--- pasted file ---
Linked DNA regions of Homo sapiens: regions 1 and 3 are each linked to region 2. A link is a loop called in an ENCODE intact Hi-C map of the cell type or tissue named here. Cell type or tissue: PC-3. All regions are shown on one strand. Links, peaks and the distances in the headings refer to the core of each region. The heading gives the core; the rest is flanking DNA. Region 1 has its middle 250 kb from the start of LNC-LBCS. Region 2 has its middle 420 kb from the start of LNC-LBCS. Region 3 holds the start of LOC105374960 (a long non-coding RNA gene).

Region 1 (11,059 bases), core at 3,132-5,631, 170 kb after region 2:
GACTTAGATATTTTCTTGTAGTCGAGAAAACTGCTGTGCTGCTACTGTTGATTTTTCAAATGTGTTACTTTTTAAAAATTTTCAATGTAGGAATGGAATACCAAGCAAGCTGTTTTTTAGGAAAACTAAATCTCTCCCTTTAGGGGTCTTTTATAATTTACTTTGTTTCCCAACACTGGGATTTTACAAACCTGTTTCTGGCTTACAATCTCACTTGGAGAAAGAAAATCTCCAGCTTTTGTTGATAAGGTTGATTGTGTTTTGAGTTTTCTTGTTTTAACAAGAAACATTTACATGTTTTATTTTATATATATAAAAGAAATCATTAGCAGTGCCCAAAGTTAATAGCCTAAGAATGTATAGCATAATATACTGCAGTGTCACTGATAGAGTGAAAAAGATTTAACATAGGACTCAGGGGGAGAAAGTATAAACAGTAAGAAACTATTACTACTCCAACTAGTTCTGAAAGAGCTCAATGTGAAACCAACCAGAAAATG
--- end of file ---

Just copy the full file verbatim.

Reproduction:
Linked DNA regions of Homo sapiens: regions 1 and 3 are each linked to region 2. A link is a loop called in an ENCODE intact Hi-C map of the cell type or tissue named here. Cell type or tissue: PC-3. All regions are shown on one strand. Links, peaks and the distances in the headings refer to the core of each region. The heading gives the core; the rest is flanking DNA. Region 1 has its middle 250 kb from the start of LNC-LBCS. Region 2 has its middle 420 kb from the start of LNC-LBCS. Region 3 holds the start of LOC105374960 (a long non-coding RNA gene).

Region 1 (11,059 bases), core at 3,132-5,631, 170 kb after region 2:
GACTTAGATATTTTCTTGTAGTCGAGAAAACTGCTGTGCTGCTACTGTTGATTTTTCAAATGTGTTACTTTTTAAAAATTTTCAATGTAGGAATGGAATACCAAGCAAGCTGTTTTTTAGGAAAACTAAATCTCTCCCTTTAGGGGTCTTTTATAATTTACTTTGTTTCCCAACACTGGGATTTTACAAACCTGTTTCTGGCTTACAATCTCACTTGGAGAAAGAAAATCTCCAGCTTTTGTTGATAAGGTTGATTGTGTTTTGAGTTTTCTTGTTTTAACAAGAAACATTTACATGTTTTATTTTATATATATAAAAGAAATCATTAGCAGTGCCCAAAGTTAATAGCCTAAGAATGTATAGCATAATATACTGCAGTGTCACTGATAGAGTGAAAAAGATTTAACATAGGACTCAGGGGGAGAAAGTATAAACAGTAAGAAACTATTACTACTCCAACTAGTTCTGAAAGAGCTCAATGTGAAACCAACCAGAAAATG